Though Brexit constituted Johnson’s campaign, he will more likely be remembered for his irresponsible and, frankly, fatal leadership during the Covid-19 pandemic. He hoped for ‘Herd Immunity’, the idea that everybody should catch Covid early on so as to overcome the pandemic. That the disabled, the elderly, and other vulnerable people would die en masse as a consequence was of no interest to Johnson’s laissez-faire idiocy. He dawdled in taking action, delaying lockdowns, and not heeding scientific advice until far too late, leaving Britain’s cases to rise higher and higher. His press conferences were ridiculed for their vagueness, with many left confused as to whether they were meant to be leaving their homes to go to work or not. The priorities of the capitalists were laid out. The wealth of the ruling-classes - first. Public health - second. Businesses were kept open for as long as possible while hospitals ran out of beds for the sick. When restaurants reopened, the absurd 'Eat Out To Help Out' campaign ensured people were once again crowded together spreading the virus - but putting money in the pockets of the food & beverage bosses. PPE ran short in hospitals, as the Conservative government had neglected to apply for resources, and healthcare workers had to buy their own equipment. Instead, £16bn was wasted on PPE through private contracts with friends, relatives, and donors to the Conservative Party providing completely ineffective equipment. Nearly £30bn was spent on the damp squib 'Test & Trace' headed of course by Baroness Harding, a Conservative member of the House Of Lords whose background was not in medicine but as CEO of TalkTalk, losing it £60m through a “failure to implement the most basic cyber security measures.”

Wave came after wave, lockdown followed lockdown, and people kept, tragically, and avoidably, dying. To see a Prime Minister so brazenly dismissive of public health, and so ignorant to the situation of his country, should have been enough to dispel any trust in the ruling-classes, let alone what was to come: the Prime Minister’s ignorance of his own rules. The rules had become more and more nonsensical and hard-to-follow. There were regularly shifting localised tiers, curfews, and technicalities such as the ‘substantial meal’ which aimed to define whether or not customers could be considered to be eating, supposedly safer than drinking. Of course, these rules didn’t matter for Johnson or his advisors. First, Dominic Cummings, Johnson’s chief advisor, broke the lockdown laws by travelling with symptoms. Johnson refused to dismiss Cummings. Later, Johnson himself was embroiled as multiple parties were exposed as having taken place at Downing Street around Christmas time during lockdown. Johnson lied again and again, and was found out again and again. Calls for him to resign were prevalent from within his party and the Opposition.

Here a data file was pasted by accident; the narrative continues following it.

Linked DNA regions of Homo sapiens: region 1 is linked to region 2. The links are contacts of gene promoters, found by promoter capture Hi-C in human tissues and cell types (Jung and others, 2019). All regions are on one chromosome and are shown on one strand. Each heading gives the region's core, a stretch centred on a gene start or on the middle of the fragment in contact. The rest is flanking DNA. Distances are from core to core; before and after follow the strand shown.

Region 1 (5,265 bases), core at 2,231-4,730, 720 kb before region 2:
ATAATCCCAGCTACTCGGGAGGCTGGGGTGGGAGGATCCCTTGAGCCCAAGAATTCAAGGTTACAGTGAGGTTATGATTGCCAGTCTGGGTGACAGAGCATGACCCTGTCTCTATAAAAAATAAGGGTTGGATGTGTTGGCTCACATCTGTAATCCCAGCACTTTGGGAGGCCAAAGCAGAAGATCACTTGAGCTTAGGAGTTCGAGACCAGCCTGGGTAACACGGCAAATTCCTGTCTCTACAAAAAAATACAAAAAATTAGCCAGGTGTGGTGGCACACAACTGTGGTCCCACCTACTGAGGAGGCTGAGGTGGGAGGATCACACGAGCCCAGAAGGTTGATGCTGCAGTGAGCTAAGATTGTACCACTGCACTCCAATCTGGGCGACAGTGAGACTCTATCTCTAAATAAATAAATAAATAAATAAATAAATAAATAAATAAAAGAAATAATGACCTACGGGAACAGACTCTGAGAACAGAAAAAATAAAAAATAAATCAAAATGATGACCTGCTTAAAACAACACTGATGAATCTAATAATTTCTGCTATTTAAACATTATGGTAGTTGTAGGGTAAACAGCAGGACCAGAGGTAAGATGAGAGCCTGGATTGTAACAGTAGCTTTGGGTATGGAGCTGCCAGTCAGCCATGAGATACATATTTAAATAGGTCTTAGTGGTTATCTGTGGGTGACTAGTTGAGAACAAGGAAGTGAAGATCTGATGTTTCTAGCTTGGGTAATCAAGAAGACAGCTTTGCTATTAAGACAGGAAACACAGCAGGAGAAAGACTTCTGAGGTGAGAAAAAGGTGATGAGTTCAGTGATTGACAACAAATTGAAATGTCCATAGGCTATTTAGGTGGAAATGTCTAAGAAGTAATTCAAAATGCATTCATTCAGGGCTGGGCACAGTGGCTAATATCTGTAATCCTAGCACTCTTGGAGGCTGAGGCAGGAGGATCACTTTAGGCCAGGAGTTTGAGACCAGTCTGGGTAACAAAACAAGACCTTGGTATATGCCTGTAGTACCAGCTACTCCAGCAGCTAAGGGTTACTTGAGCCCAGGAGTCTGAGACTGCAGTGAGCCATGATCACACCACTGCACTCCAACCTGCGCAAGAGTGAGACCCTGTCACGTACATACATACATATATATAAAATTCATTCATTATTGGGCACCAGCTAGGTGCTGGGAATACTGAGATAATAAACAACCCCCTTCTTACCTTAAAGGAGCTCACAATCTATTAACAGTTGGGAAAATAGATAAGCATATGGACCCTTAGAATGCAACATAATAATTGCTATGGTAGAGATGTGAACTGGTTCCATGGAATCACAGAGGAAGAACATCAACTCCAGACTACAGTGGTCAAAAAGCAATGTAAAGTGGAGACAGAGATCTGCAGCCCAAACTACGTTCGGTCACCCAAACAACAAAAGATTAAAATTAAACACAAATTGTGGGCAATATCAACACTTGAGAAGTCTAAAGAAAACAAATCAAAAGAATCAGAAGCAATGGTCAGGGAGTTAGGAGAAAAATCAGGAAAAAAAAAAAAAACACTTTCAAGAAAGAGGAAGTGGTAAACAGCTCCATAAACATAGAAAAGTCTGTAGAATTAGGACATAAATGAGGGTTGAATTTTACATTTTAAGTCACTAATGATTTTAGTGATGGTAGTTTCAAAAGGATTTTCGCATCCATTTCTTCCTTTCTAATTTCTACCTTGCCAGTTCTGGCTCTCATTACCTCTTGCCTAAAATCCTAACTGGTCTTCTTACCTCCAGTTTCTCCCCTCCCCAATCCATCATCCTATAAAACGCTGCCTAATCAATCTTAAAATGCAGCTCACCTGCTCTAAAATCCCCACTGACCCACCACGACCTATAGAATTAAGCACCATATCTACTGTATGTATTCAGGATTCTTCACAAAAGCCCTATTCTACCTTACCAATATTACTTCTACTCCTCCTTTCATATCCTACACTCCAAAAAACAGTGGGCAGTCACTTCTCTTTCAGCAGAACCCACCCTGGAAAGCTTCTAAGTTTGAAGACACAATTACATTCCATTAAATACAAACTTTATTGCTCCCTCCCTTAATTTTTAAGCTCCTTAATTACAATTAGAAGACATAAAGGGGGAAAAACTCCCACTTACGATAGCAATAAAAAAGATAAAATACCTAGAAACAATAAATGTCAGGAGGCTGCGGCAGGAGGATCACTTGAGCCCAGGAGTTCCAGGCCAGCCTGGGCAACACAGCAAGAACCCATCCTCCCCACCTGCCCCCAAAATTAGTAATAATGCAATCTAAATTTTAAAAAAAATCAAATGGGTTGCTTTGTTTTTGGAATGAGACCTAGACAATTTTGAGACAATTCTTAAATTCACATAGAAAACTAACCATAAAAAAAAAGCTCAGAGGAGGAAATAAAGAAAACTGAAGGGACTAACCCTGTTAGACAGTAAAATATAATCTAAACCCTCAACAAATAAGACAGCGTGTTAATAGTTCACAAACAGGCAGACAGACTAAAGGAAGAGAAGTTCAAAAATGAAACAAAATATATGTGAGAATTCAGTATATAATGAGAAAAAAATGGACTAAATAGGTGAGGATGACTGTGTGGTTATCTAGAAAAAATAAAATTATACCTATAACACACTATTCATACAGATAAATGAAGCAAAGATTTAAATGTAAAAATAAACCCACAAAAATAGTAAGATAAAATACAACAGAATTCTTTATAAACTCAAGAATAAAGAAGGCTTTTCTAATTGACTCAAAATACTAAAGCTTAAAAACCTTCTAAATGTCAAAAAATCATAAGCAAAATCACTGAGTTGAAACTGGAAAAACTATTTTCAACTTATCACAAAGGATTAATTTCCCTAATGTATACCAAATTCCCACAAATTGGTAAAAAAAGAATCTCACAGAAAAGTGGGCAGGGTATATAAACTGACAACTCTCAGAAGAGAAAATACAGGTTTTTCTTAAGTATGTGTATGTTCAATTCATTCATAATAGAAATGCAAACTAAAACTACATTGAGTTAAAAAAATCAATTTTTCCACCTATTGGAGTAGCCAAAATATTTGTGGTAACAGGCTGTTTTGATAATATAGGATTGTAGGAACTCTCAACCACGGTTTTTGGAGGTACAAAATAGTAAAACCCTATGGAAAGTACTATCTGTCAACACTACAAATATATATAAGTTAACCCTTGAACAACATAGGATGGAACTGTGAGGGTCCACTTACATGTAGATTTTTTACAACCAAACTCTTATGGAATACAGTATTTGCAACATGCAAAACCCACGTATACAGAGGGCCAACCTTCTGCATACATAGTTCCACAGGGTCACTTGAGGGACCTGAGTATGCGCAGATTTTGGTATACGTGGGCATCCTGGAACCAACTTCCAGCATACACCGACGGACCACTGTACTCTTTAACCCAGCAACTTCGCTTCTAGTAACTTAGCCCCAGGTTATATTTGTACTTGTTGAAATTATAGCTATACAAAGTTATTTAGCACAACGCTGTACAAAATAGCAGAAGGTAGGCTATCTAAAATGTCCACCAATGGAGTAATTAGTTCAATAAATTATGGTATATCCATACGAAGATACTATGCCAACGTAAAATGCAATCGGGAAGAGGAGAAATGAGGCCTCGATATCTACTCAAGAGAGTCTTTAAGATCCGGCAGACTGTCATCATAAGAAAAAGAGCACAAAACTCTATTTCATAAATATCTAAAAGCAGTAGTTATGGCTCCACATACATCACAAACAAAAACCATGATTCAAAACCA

In response to mass movements such as Extinction Rebellion and Black Lives Matter, Johnson’s party introduced the Police, Crime, Sentencing and Courts Bill, cracking down on public demonstrations, damage against statues, and Traveller communities, and allowing police access to private records and the right to stop & search without suspicion. The bill was postponed after numerous protests, but eventually passed earlier this year with little attention, as was the Nationality and Borders Act, which can strip dual-nationals of their citizenship without notice, and further criminalises asylum seekers. More recently, while pretending to welcome Ukrainian refugees with open arms, Johnson at the same time announced plans to deport asylum seekers to Rwanda.

As a bourgeois leader, Johnson’s record is one of failure after failure. Brexit failed to relieve the economic crisis as promised, his handling of the pandemic worsened the crisis by far, and he has proved clueless at confronting the cost-of-living crisis. He has confronted these signal failures with diversionary initiatives such as 'Operation Save Big Dog'. His preparations to rip up the Brexit treaty he himself negotiated in respect to Northern Ireland threatens a trade war with Britain’s largest trading partner in the EU. But what eventually forced Johnson to resign were his many MPs and Cabinet members’ resignations when it came to light that Johnson had promoted Chris Pincher to Deputy Chief Whip, knowing full well his history of sexual harassment. A seemingly trivial issue in the light of his accumulation of failures, however, true to form, he lied about this too. Bourgeois politicians have always lied to us, the working-class. In Johnson’s case though, he lied to his parliamentary colleagues at a frequency they simply could not tolerate.